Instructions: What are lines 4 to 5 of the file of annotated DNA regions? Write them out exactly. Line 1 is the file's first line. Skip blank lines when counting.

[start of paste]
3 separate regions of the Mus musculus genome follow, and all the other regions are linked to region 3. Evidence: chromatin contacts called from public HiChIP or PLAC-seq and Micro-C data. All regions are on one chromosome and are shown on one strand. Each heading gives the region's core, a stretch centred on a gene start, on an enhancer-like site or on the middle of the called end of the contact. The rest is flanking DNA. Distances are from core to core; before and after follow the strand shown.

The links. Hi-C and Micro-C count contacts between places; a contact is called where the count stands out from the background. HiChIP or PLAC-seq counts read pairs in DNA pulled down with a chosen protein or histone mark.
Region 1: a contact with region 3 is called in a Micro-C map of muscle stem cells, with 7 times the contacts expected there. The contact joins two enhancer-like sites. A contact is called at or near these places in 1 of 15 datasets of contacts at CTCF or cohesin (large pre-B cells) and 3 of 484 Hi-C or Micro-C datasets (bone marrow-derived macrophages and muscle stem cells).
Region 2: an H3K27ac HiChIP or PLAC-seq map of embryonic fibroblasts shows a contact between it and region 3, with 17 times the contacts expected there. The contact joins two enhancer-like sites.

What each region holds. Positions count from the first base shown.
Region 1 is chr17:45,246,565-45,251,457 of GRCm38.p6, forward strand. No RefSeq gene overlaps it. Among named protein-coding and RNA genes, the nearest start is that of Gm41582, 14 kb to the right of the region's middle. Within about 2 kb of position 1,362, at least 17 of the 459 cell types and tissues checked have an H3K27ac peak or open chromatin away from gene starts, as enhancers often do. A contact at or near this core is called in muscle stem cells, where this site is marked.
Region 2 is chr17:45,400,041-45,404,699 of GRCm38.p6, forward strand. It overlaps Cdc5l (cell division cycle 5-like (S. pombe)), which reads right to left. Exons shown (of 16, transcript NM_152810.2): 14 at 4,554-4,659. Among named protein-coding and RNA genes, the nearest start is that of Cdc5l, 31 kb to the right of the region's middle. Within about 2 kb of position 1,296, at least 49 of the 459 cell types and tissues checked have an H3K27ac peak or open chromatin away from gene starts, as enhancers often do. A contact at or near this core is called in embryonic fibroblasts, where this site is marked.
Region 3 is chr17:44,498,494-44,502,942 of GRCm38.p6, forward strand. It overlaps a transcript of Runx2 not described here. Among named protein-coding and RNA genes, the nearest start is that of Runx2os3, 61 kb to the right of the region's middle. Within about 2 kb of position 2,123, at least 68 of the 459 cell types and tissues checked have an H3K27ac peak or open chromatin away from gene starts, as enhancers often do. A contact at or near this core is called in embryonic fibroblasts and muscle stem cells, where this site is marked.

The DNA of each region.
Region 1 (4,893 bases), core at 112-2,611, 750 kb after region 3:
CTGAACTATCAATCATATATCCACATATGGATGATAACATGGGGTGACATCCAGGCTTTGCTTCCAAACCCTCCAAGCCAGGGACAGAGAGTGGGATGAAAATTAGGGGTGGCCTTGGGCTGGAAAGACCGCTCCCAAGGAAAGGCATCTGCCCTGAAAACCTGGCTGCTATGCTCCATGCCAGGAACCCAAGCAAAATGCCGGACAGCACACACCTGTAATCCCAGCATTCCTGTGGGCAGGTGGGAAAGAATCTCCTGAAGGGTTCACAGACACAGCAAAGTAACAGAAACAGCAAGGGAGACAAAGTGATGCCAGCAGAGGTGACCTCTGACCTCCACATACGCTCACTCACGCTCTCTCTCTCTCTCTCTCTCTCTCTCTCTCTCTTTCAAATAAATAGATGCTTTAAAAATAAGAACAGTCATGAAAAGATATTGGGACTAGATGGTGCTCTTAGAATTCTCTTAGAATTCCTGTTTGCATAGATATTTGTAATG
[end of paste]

Region 2: an H3K27ac HiChIP or PLAC-seq map of embryonic fibroblasts shows a contact between it and region 3, with 17 times the contacts expected there. The contact joins two enhancer-like sites.

What each region holds. Positions count from the first base shown.